Shell is aiming to install 50,000 ubitricity charging points in the UK by 2025. The multinational, which acquired charging infrastructure specialist ubitricity earlier this year, says it will assume part of the costs for the new charging points.
At present, more than 3,600 ubitricity charging devices have been installed in the UK. In order to reach the 50,000 mark by 2025, Shell says it wants to support local authorities with a financing offer.
Although the company will not fully finance the charging points, Shell has said it will pay for around a quarter of the total costs. The UK government’s Office for Zero-Emission Vehicles (OZEV) currently pays 75% of the cost of installing on-street chargers through the On-Street Residential Charging Scheme (ORCS).
“For local authorities wishing to install ubitricity charging stations, Shell is prepared to cover the remaining costs in accordance with commercial terms,” according to Shell.
Although the government is paying 75% of the cost, Transport Minister Rachel Maclean has come out in favour of the group’s offer. “As more and more people make the switch to electric, this is a great example of how private investment is being used alongside Government support to ensure that our EV infrastructure is fit for the future,” said Maclean.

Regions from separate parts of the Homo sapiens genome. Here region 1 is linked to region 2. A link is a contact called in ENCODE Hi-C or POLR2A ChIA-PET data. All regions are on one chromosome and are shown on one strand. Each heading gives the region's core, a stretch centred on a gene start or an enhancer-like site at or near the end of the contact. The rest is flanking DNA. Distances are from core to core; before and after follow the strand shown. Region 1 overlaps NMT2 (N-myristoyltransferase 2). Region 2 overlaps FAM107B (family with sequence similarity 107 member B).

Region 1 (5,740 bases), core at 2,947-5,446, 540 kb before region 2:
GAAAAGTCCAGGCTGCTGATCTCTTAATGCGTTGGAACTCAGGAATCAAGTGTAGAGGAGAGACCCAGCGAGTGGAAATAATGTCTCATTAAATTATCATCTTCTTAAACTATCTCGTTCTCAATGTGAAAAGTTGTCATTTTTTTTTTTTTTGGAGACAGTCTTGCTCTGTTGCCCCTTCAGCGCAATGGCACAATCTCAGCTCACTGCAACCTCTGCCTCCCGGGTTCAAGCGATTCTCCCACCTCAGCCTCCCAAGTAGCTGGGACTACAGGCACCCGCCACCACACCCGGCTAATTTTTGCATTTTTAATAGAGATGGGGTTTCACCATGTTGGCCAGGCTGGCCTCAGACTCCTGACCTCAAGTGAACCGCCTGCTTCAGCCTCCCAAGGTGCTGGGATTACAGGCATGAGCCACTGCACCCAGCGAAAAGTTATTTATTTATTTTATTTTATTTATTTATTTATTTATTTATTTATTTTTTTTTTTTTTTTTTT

Shell also cited statistics showing that 60% of households in UK cities and urban areas do not have their own parking spaces, meaning these EV owners must park and charge at the side of the road.
“It’s vital to speed up the pace of EV charger installation across the UK and this aim and financing offer is designed to help achieve that,” said David Bunch, Shell’s UK country chair.
Shell announced the acquisition of ubitricity in January this year and completed the takeover in February. The same month, the company also announced plans to expand its number of charging points from 60,000 to 500,000 by 2050. In April, a target of 5,000 charging stations was set for the UK. The ubitricity offer now makes this number much higher. ubitricity is best known for its on-street charging points integrated into lamp posts.
“Whether at home, at work or on-the-go, we want to give drivers across the UK accessible EV charging options, so that more drivers can switch to electric,” said Bunch.